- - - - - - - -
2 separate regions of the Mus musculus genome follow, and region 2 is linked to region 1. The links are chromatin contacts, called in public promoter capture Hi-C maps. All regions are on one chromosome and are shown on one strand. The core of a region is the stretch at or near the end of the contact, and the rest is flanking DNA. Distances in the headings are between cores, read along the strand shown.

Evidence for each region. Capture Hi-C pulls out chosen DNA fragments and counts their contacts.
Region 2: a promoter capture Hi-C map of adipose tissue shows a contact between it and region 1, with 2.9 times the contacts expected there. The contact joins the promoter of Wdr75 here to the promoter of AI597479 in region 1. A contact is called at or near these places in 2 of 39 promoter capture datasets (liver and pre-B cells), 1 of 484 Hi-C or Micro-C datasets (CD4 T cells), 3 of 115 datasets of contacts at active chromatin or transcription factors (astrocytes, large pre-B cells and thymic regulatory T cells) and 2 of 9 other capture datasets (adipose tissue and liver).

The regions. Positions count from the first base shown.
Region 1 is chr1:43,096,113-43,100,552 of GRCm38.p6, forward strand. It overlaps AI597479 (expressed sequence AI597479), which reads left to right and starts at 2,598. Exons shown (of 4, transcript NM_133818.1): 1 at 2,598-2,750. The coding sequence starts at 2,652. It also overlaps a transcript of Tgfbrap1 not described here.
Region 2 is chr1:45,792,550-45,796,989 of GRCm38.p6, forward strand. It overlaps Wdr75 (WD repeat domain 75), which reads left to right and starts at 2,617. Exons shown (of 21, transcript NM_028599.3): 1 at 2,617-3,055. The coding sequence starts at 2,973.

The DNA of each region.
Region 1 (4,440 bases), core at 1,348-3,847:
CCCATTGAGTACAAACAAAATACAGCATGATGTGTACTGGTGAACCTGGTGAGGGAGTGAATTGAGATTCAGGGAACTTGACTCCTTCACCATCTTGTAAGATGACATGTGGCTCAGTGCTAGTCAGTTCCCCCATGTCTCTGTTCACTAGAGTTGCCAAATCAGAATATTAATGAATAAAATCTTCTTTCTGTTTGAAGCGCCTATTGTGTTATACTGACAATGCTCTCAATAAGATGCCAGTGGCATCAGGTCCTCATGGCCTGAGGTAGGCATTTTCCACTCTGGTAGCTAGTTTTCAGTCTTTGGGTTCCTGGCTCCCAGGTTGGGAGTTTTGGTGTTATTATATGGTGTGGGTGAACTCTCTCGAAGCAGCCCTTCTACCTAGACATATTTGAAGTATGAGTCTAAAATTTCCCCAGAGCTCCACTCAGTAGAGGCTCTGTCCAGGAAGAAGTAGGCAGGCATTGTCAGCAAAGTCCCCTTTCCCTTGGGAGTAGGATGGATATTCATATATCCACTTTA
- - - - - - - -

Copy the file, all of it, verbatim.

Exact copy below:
2 separate regions of the Mus musculus genome follow, and region 2 is linked to region 1. The links are chromatin contacts, called in public promoter capture Hi-C maps. All regions are on one chromosome and are shown on one strand. The core of a region is the stretch at or near the end of the contact, and the rest is flanking DNA. Distances in the headings are between cores, read along the strand shown.

Evidence for each region. Capture Hi-C pulls out chosen DNA fragments and counts their contacts.
Region 2: a promoter capture Hi-C map of adipose tissue shows a contact between it and region 1, with 2.9 times the contacts expected there. The contact joins the promoter of Wdr75 here to the promoter of AI597479 in region 1. A contact is called at or near these places in 2 of 39 promoter capture datasets (liver and pre-B cells), 1 of 484 Hi-C or Micro-C datasets (CD4 T cells), 3 of 115 datasets of contacts at active chromatin or transcription factors (astrocytes, large pre-B cells and thymic regulatory T cells) and 2 of 9 other capture datasets (adipose tissue and liver).

The regions. Positions count from the first base shown.
Region 1 is chr1:43,096,113-43,100,552 of GRCm38.p6, forward strand. It overlaps AI597479 (expressed sequence AI597479), which reads left to right and starts at 2,598. Exons shown (of 4, transcript NM_133818.1): 1 at 2,598-2,750. The coding sequence starts at 2,652. It also overlaps a transcript of Tgfbrap1 not described here.
Region 2 is chr1:45,792,550-45,796,989 of GRCm38.p6, forward strand. It overlaps Wdr75 (WD repeat domain 75), which reads left to right and starts at 2,617. Exons shown (of 21, transcript NM_028599.3): 1 at 2,617-3,055. The coding sequence starts at 2,973.

The DNA of each region.
Region 1 (4,440 bases), core at 1,348-3,847:
CCCATTGAGTACAAACAAAATACAGCATGATGTGTACTGGTGAACCTGGTGAGGGAGTGAATTGAGATTCAGGGAACTTGACTCCTTCACCATCTTGTAAGATGACATGTGGCTCAGTGCTAGTCAGTTCCCCCATGTCTCTGTTCACTAGAGTTGCCAAATCAGAATATTAATGAATAAAATCTTCTTTCTGTTTGAAGCGCCTATTGTGTTATACTGACAATGCTCTCAATAAGATGCCAGTGGCATCAGGTCCTCATGGCCTGAGGTAGGCATTTTCCACTCTGGTAGCTAGTTTTCAGTCTTTGGGTTCCTGGCTCCCAGGTTGGGAGTTTTGGTGTTATTATATGGTGTGGGTGAACTCTCTCGAAGCAGCCCTTCTACCTAGACATATTTGAAGTATGAGTCTAAAATTTCCCCAGAGCTCCACTCAGTAGAGGCTCTGTCCAGGAAGAAGTAGGCAGGCATTGTCAGCAAAGTCCCCTTTCCCTTGGGAGTAGGATGGATATTCATATATCCACTTTA